Retirement Fund’s CDO Lawsuit Against Morgan Stanley is Dismissed by District Court, Institutional Investor Securities Blog, October 27, 2011

Stifel, Nicolaus & Co. and Former Executive Faces SEC Charges Over Sale of CDOs to Five Wisconsin School Districts, Stockbroker Fraud Blog, August 10, 2011

***This post has been backdated.

Continue reading " Some of the SEC Charges Against Investment Adviser Over Alleged Involvement In J.P. Morgan Securities LLC Collateralized Debt Obligation Are Dismissed " »

Posted On: September 23, 2011

SEC Chairman Criticized For Allowing Ex-Commission Official that Benefited from the Bernard Madoff Ponzi Scam to Help Craft Policy Regarding Victims’ Compensation

Securities and Exchange Commission Chairman Mary Schapiro has been taking some heat because the agency allowed David Becker, a former SEC general counsel, to help develop policy regarding compensation for the victims of the Bernard Madoff Ponzi scam should be compensated even though Becker was someone who benefited from the scheme. SEC Inspector General H. David Kotz has asked the Justice Department to look into whether Becker violated any laws as a result and whether criminal charges should be filed.

At a House hearing this week, Becker testified that SEC ethics officials told him that there was no conflict of interest preventing him from taking on this task. Attendees at the hearing criticized Schapiro for letting Becker participate in establishing compensation policy even though he had inherited his own Madoff account. Schapiro has already admitted that she was wrong in allowing him to stay involved.

Some lawmakers believe that Becker’s participation in this type of policy planning is just one more incident that has caused the public to lose faith in the SEC, which didn’t even realize for almost 20 years that Madoff had been running a multibillion-dollar scam. They are now raising questions about leadership within the agency, the ability of SEC senior management to make decisions, and possible flaws in the Commissions procedures and policies as they apply to ethical matters.

On Tuesday, Kotz issued a report stating that Becker took part “personally and substantially” in matters in which he had a financial interest. Also per his report, Kotz said that the ex-General Counsel had recommended to commissioners that they put into place a policy that would value Madoff clients’ claims in a manner that would have restricted the court-appointed trustee’s power to sue Ponzi scheme beneficiaries to get back fictitious profits. Becker is one of those beneficiaries.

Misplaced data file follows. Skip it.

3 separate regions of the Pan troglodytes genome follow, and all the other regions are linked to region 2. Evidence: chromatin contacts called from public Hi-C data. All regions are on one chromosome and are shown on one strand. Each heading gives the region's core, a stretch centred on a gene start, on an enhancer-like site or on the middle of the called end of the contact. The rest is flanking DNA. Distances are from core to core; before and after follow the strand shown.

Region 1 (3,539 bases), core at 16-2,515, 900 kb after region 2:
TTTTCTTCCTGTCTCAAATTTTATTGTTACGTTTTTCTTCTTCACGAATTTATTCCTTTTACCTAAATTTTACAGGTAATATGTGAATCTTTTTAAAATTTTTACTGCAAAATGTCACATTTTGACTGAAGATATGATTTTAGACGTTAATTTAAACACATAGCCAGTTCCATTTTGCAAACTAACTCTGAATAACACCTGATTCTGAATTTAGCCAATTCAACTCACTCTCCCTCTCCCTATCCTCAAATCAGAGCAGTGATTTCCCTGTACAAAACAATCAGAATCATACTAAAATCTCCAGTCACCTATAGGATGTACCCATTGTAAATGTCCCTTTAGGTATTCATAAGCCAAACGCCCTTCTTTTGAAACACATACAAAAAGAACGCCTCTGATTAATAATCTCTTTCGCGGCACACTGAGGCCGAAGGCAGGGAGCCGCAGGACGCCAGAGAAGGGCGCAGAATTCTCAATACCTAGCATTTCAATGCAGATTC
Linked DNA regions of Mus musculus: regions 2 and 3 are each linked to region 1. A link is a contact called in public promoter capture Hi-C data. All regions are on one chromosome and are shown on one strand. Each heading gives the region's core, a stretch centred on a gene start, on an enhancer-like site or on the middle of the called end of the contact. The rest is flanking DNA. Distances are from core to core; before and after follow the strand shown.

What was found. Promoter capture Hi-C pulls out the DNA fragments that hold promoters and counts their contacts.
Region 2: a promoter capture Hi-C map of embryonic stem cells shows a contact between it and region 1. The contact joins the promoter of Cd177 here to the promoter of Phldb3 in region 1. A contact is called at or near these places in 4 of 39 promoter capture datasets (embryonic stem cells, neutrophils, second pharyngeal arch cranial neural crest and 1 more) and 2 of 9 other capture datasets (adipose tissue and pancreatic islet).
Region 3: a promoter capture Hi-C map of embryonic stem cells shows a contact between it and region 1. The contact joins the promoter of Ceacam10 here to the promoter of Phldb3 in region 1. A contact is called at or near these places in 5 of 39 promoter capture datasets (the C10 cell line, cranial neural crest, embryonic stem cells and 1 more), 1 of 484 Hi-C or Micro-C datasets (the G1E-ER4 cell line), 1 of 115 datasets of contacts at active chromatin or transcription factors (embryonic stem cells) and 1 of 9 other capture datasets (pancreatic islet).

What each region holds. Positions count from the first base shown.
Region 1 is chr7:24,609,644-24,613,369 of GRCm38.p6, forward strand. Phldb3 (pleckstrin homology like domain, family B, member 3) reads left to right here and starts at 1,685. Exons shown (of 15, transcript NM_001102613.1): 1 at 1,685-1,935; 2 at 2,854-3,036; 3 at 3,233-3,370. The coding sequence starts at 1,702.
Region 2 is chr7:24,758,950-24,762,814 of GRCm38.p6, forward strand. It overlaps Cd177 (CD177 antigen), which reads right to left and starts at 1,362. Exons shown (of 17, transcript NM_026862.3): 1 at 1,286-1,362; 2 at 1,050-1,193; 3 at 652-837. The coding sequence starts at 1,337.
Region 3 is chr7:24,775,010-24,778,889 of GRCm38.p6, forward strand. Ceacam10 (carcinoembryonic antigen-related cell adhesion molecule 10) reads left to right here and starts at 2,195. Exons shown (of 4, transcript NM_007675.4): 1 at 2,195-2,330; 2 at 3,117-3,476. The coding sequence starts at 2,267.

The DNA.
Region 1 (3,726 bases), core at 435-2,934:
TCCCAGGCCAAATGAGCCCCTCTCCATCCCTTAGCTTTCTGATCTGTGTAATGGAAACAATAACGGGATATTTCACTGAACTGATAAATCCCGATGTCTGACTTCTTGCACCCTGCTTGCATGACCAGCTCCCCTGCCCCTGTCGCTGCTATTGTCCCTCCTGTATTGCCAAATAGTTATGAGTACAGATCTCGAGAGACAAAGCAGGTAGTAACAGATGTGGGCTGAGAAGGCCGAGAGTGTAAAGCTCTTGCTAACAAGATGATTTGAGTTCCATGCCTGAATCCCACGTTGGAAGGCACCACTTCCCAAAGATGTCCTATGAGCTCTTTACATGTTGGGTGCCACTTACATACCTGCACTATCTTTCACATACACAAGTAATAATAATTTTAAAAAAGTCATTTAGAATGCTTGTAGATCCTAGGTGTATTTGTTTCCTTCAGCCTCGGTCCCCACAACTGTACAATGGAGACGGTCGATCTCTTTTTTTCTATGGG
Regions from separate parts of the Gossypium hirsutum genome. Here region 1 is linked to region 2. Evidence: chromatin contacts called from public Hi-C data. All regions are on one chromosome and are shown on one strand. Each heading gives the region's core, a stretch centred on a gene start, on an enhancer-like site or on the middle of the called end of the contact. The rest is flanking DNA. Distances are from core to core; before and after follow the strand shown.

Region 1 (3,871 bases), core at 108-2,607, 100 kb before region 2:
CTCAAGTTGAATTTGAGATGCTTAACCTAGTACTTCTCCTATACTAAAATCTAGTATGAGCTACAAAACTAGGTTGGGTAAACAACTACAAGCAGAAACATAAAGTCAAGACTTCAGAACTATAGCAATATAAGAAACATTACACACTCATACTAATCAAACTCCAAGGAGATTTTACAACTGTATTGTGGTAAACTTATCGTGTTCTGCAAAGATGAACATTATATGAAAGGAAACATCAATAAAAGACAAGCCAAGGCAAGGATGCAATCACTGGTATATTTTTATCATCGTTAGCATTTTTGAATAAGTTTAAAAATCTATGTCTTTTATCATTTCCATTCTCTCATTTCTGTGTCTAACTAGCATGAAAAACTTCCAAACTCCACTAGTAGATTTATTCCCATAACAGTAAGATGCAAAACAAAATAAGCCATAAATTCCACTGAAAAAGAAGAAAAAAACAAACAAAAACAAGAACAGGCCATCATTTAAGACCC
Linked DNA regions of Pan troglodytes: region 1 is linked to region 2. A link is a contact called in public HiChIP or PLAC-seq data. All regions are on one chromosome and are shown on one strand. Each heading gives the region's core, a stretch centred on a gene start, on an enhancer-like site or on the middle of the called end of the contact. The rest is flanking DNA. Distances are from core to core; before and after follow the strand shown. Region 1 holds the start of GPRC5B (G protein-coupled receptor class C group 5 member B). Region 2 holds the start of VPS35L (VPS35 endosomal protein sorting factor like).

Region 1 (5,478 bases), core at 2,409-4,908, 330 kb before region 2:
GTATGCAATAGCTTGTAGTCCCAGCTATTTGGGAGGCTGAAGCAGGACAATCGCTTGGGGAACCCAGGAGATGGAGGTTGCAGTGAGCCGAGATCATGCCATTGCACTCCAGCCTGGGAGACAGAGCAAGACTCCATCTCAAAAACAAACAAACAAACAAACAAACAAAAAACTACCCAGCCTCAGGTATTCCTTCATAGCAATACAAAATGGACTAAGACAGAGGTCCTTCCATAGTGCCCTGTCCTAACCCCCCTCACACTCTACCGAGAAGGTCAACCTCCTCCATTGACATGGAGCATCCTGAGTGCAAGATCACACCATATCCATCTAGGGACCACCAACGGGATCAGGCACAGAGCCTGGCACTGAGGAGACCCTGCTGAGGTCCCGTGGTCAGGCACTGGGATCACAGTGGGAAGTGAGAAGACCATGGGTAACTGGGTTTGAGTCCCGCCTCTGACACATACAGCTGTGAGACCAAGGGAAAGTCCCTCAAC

Earlier this year, the trustee, Irving Pickard, filed a lawsuit against Becker and his siblings contending that about $1.5 million of the money in their mom’s account was a bogus profit that should go tot the fund designated to pay back victims of Madoff’s Ponzi scam. Becker, who maintains that he never considered there to be a conflict of interest (he says that on two occasions, the ethics committee even advised him that this was correct) said that if he knew then that the trustee would sue him later he would have recused himself from working on the compensation policy.

According to Reuters, while some lawmakers don’t believe that Becker broke any laws, many are wondering why he didn’t decide on his own to not get involved in Madoff-related SEC matters.

Bernard L. Madoff Investment Securities LLC’s multibillion-dollar Ponzi Scam, which cost investors billions, wasn’t discovered until the end of 2008. Madoff has been sentenced to 150 years behind bars.

SEC head under fire as ex-official says he got OK,, September 23, 2011

Some lawmakers doubt ex-SEC lawyer broke the law, Reuters, September 22, 2011

More Blog Posts:
Madoff Trustee Files Securities Lawsuit Against Safra National Bank of New York Seeking to Recover Almost $111.7M for Ponzi Scam Investors, Institutional Investor Securities Blog, May 12, 2011

Texas Congressmen Seek Answers from SEC Chairwoman Regarding Conflict of Interest Related to Madoff Debacle, Stockbroker Fraud Blog, March 8, 2011

Madoff Investors Who Were Victims of “Ponzi” Scam Contact Securities Fraud Law Firm Shepherd Smith Edwards & Kantas LTD LLP to Explore Recovery Options, Stockbroker Fraud Blog, December 17, 2008

Continue reading " SEC Chairman Criticized For Allowing Ex-Commission Official that Benefited from the Bernard Madoff Ponzi Scam to Help Craft Policy Regarding Victims’ Compensation " »

Posted On: September 20, 2011

SEC Proposes Restricting Financial Firms From Betting Against Financial Products Sold to Investors

The SEC has taken steps to prevent financial firms from betting against their packaged financial products that they sell to investors. Its proposal, introduced this week, also seeks to prevent the types of conflict witnessed in last year’s civil lawsuit against Goldman Sachs through a ban on third parties being able to set up an asset-backed pool allowing them to make money from losses sustained by investors.